Habbestad’s “Four Stations”


QUATTRO STAZIONI / HABBESTAD: String Quartets Nos. 1, “Quattro Stazioni” & 2.1 Clarinet Quintet, “Air d’été suédois.”1,2 Divertimento for Clarinet & Piano2,3 / 1Vertavo String Quartet; 2Björn Nyman, cl; 3Sveinung Belland, pno / Lawo LWC1193

This disc, scheduled for release in June, features the music of Kjell Habbestrad, a 65-year-old Norwegian composer who studied with Olav Anton Thommessen and Finn Mortensen. He was also active as an organist between 1974 and 1987; since 2013 he has been a Professor at the Norwegian Academy of Music.

Since I had to work from downloads for this disc and did not have a booklet, the only notes I can give you are what Habbestad himself has said about this CD:

The title of this album refers to String Quartet No. 1, which has the same name. But it can also stand as an all-inclusive name for the four compositions represented on the album, four stations on my journey as a composer, four different approaches to musical expression in time and space. The journey begins in 1989 with String Quartet No. 1 — Quattro stazioni, and ends in 2013 with String Quartet No. 2. Between these stations are Air d’été suédois for clarinet quintet (2009) and Divertimento for clarinet and piano (2010).

Habbestad’s music is a bit different from the normal “edgy” style which seems to have taken over nowadays. Not that there aren’t edgy moments, but it’s not all about edginess. The first movement of the String Quartet No. 1 has almost a Middle Eastern belly dance sound to the rhythm along with modal harmonies staying mostly in the key of A, albeit with little chromatic swells upward to vary the sound. I was particularly fascinated by the way Habbestad used the cello as a timekeeper, much like the string bass in a jazz ensemble, though the rhythms are nothing like jazz. He also has the cello’s rhythm move in a slightly different manner from the rest of the quartet. The second movement is more lyrical, and here the tonality shifts around subtly but noticeably with the strings interweaving various figures that apparently neither resolve nor move towards any end point, but simply continue to morph throughout the movement. Eventually, the music becomes quite agitated, a rhythm appears and the harmony continues to move around.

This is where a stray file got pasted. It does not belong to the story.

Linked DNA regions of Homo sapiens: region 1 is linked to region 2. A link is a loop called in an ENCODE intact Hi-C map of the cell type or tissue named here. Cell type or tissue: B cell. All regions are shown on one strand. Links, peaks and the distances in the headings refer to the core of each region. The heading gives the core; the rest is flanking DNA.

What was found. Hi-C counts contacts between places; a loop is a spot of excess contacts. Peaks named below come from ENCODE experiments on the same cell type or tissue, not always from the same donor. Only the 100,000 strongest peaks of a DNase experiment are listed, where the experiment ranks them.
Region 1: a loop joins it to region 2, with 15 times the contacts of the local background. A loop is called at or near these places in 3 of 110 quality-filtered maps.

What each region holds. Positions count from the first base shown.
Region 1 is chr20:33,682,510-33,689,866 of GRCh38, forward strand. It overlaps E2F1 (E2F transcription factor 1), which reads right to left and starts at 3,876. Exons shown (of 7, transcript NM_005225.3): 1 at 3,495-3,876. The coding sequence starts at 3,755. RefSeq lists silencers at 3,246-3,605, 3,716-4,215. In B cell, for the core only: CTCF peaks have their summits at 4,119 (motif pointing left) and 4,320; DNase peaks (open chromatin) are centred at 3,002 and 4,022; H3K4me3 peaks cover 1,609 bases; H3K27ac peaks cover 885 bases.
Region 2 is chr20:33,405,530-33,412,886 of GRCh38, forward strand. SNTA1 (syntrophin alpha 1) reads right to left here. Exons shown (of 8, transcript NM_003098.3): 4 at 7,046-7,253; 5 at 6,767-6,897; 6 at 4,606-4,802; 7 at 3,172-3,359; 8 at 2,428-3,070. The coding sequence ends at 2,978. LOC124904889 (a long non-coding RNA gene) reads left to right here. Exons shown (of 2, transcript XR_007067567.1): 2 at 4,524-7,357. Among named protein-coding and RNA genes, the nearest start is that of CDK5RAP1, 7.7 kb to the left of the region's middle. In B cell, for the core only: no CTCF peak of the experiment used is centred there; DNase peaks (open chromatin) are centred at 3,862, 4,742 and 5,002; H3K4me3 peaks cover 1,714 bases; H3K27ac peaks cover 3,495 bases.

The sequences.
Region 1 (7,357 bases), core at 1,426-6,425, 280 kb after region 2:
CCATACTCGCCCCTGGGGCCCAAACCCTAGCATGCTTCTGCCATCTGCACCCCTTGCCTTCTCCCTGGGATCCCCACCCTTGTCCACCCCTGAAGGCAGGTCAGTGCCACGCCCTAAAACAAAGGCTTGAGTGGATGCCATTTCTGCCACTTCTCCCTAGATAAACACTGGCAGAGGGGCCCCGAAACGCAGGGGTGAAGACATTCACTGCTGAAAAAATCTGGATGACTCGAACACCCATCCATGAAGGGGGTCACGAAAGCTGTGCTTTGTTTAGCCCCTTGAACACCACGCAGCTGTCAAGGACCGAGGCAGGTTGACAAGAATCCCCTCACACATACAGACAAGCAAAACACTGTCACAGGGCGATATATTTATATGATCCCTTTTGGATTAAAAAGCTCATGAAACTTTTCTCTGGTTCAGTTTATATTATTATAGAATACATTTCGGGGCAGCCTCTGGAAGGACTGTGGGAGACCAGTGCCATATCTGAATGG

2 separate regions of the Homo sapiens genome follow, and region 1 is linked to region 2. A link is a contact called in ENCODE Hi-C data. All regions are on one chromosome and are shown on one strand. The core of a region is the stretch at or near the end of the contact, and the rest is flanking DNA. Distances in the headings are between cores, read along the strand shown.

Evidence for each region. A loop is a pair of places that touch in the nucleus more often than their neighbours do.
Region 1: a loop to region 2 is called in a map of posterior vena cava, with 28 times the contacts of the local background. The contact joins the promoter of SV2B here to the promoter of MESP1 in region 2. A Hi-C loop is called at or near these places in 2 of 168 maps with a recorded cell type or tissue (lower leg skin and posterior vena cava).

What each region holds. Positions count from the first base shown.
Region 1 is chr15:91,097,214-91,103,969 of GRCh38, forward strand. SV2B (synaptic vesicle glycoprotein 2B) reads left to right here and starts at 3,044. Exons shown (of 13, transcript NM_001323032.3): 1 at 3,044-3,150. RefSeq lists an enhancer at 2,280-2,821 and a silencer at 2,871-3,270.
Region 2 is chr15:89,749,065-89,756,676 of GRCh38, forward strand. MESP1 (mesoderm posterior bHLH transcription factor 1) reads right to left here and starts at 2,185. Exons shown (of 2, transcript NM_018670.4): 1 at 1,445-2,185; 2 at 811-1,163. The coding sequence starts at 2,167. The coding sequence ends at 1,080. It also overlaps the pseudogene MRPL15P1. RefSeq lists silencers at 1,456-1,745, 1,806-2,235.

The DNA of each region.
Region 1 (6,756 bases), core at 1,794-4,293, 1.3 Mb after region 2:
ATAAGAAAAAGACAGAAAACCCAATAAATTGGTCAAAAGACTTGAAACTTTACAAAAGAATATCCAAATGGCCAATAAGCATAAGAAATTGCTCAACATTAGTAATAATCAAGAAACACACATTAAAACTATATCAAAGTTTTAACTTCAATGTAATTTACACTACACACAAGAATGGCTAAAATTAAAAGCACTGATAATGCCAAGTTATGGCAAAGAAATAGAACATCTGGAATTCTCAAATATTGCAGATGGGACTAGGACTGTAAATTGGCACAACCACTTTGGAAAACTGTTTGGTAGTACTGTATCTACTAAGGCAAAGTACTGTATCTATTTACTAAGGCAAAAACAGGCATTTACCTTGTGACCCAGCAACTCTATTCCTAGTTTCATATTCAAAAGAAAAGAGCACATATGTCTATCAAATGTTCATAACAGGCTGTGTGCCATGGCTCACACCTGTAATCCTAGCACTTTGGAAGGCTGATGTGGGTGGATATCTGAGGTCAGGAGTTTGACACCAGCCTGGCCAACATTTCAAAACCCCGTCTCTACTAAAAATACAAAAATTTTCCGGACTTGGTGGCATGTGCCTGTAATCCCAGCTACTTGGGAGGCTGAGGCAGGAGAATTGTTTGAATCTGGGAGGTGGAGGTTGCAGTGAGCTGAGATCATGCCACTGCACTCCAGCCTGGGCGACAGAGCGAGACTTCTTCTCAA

The third movement, “Misterioso,” is indeed mysterious but also somewhat edgy in its own way. It’s elusive music, hard to describe in words, but effective. The fourth movement, titled “Giocoso,” is scarcely a joking piece; rather, it is edgy and rather sinister. Apparently, the Norwegians have an entirely different view of “Giocoso” from the Italians or even the Germans. It is characterized by rapidly-moving triplets played against eighths, the triplets disappearing as the piece moves along with occasional pizzicato from the cello and viola. At the 2:25 mark, abrasive half-tones rub against each other as the forward movement resumes.